The strategic use of intelligence ultimately represents actors’ perennial quest for leverage in international politics. In this respect, intelligence is essentially analogous to more traditional resources and assets that states employ to impact the strategic calculations of other actors. In other words, similar to the way in which a state can be vulnerable to another actor’s superior military or economic prowess, one can find itself vulnerable to another actor’s superior intelligence capabilities and penetration, and hence to strategic manipulation.

In this regard, it bears remembering that all actors have secrets: international politics entail compromises between one’s public image, commitments, and stated ideology, on the one hand, and one’s political interests and constraints, on the other hand. This basic feature of international politics renders actors vulnerable to manipulation. On top of that, some actors secretly engage in particularly egregious acts whose revelation could land them in serious trouble. In such cases, governments that have gained unique visibility into their opponents’ secrets can harness their intelligence in the service of influence and coercion.

Flowing from this, we argue that states can, and do, employ genuinely credible intelligence—as opposed to distorted, dubious, and erroneous intelligence—as a coercive weapon. That is, states employ their intelligence and visibility into others’ secrets in a deliberate effort to reshape their strategic calculations and constraints, without having to resort to armed force. Additionally, intelligence disclosure can be used to mobilize domestic and international audiences and make others align with a certain narrative and alter their policies accordingly. Put differently, the public revelation of intelligence could result in third-party pressure on the target of coercion.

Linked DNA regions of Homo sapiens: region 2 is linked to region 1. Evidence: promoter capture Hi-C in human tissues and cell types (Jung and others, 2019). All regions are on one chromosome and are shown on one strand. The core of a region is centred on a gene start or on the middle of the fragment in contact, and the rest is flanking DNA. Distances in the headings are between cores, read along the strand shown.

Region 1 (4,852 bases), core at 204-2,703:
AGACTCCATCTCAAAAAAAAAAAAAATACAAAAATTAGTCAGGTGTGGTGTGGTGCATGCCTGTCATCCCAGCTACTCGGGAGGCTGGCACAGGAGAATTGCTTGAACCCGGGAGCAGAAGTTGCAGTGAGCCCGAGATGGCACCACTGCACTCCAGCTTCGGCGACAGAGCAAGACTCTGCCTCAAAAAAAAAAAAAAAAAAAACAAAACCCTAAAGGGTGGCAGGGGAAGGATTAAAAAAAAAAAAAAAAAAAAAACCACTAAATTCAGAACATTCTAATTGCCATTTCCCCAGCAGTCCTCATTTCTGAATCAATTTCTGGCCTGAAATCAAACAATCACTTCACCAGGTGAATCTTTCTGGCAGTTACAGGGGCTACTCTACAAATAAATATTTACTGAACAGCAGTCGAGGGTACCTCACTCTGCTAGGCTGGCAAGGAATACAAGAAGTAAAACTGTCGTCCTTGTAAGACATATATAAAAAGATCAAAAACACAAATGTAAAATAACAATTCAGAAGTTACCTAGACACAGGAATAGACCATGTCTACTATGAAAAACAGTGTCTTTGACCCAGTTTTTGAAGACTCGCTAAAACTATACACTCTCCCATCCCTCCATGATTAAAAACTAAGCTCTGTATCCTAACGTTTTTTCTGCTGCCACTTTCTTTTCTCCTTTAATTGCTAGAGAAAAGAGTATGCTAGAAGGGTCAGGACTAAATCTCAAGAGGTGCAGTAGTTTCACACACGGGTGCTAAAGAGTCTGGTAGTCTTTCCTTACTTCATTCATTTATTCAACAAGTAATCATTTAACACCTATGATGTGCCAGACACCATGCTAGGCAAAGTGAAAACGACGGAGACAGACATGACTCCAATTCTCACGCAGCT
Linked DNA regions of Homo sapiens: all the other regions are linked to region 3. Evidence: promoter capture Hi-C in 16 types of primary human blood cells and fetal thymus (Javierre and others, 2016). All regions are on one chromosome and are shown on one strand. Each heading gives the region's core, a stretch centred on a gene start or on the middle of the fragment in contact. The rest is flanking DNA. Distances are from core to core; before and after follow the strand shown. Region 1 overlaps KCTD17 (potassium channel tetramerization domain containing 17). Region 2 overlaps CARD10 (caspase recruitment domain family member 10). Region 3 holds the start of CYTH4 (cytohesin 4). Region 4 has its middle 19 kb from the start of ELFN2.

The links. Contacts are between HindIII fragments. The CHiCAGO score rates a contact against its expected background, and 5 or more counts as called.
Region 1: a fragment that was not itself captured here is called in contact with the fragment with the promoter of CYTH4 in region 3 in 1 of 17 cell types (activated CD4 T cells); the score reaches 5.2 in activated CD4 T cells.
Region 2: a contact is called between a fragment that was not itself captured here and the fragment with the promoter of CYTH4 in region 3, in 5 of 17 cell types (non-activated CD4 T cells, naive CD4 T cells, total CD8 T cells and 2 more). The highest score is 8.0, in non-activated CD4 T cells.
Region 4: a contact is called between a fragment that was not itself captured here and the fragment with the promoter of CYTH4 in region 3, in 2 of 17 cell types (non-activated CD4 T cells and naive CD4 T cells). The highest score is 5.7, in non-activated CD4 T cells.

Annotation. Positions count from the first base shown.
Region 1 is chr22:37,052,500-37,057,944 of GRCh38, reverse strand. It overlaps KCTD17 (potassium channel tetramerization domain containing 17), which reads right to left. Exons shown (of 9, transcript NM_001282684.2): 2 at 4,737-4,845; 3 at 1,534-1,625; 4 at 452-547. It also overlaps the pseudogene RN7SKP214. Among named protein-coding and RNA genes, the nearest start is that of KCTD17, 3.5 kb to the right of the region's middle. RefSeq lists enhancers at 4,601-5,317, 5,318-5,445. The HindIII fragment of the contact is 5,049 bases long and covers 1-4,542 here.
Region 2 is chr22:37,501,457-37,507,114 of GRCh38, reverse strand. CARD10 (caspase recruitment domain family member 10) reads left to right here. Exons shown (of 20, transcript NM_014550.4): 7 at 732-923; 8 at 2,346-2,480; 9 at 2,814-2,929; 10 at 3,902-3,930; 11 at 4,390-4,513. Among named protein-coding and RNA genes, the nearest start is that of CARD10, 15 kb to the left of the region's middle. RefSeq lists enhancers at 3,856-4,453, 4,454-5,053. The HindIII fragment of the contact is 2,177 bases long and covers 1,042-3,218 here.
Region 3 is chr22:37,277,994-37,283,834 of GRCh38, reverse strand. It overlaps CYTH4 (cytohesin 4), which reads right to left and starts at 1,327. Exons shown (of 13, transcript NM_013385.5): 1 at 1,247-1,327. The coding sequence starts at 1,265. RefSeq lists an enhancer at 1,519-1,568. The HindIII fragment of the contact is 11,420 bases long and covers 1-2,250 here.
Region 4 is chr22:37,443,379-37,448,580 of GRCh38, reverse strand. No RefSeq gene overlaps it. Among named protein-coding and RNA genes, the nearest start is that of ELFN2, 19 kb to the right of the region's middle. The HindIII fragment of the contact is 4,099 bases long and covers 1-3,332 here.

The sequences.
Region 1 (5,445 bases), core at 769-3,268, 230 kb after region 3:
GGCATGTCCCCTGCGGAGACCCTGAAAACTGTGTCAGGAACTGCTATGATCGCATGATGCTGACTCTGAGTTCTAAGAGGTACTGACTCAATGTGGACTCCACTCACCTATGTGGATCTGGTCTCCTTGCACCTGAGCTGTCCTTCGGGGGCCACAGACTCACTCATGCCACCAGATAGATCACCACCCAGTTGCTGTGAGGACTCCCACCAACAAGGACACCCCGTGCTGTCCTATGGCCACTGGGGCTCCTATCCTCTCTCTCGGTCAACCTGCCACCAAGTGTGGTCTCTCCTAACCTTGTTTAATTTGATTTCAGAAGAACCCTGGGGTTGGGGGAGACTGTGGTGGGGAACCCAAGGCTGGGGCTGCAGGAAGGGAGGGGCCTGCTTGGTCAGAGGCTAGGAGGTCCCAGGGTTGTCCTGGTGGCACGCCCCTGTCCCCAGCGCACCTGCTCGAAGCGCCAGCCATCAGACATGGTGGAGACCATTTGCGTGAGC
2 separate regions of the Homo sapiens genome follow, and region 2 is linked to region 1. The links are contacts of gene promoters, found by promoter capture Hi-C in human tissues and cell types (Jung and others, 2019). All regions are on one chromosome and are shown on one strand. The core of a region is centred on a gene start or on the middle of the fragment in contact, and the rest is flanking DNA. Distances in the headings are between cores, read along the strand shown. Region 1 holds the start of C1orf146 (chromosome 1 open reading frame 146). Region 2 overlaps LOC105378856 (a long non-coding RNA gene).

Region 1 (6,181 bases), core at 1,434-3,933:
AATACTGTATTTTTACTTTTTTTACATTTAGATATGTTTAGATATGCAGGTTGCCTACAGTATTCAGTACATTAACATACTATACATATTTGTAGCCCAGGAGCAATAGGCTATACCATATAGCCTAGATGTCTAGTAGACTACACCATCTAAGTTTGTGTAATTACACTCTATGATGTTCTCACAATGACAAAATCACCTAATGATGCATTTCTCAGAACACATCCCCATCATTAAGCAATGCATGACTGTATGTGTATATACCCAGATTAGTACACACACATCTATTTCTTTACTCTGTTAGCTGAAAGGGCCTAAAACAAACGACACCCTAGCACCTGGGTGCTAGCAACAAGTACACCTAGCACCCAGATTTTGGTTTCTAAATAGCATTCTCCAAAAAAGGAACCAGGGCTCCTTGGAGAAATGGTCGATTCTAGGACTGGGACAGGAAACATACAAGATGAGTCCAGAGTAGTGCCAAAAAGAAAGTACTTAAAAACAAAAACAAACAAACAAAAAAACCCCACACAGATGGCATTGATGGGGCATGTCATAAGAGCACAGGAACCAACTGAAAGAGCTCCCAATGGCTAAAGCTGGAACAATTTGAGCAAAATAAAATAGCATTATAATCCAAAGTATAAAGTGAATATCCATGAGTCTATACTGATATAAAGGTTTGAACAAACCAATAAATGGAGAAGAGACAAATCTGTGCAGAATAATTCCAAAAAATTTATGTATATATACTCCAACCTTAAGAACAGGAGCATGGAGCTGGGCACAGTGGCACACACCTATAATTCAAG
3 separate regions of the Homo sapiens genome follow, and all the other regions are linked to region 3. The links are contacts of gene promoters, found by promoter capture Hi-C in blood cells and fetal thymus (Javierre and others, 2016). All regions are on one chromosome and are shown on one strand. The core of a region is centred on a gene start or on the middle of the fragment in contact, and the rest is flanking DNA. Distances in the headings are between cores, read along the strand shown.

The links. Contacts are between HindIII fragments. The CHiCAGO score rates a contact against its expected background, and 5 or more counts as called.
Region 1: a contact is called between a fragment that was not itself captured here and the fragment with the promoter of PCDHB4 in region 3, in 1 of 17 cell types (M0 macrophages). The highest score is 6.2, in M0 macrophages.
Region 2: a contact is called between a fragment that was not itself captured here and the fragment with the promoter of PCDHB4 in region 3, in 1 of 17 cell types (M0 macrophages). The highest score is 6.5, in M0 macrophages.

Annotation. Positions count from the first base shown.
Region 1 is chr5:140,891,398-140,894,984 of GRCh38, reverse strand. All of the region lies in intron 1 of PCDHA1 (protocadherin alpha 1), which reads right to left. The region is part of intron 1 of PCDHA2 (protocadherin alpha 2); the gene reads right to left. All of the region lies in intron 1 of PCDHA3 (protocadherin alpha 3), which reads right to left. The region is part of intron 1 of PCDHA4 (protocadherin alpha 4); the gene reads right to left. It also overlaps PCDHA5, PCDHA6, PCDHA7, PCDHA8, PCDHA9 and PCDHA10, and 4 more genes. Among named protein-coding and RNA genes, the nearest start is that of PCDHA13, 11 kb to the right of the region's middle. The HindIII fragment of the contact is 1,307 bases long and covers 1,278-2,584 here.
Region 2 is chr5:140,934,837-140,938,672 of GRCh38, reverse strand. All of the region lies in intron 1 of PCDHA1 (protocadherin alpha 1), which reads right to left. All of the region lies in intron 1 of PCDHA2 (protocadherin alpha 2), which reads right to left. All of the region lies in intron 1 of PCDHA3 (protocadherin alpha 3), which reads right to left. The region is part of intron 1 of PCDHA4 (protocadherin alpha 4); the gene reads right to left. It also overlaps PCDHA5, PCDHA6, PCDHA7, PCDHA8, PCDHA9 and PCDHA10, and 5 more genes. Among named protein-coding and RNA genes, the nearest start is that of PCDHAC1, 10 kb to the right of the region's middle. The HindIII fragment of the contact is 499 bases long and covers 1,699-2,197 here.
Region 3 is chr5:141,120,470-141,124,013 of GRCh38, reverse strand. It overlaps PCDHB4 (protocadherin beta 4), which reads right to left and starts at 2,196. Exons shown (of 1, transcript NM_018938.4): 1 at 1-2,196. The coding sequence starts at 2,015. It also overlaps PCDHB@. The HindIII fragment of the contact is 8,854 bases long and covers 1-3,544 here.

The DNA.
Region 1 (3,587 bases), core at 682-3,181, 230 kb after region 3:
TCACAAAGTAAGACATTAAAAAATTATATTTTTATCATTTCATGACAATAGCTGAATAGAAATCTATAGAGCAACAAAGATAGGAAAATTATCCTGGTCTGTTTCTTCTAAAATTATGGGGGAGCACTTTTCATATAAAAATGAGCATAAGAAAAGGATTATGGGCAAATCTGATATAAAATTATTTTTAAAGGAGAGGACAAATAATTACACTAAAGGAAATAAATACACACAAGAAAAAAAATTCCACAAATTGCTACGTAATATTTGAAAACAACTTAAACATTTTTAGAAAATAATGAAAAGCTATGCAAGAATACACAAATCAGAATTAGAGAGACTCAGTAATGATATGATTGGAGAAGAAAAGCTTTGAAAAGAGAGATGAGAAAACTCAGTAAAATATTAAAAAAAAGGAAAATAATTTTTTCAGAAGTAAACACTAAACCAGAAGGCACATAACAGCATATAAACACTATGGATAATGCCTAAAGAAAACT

Thus, intelligence disclosures carry the potential of preventing opponents from realizing strategic and operational goals, by disrupting their operations and by otherwise forcing them to divert resources and adjust to the fact that their secrets had been openly exposed. It can also bring indirect pressure on targets by mobilizing domestic constituencies, and it could enable the discloser to shape a coherent narrative and frame its opponents’ behavior in a certain manner.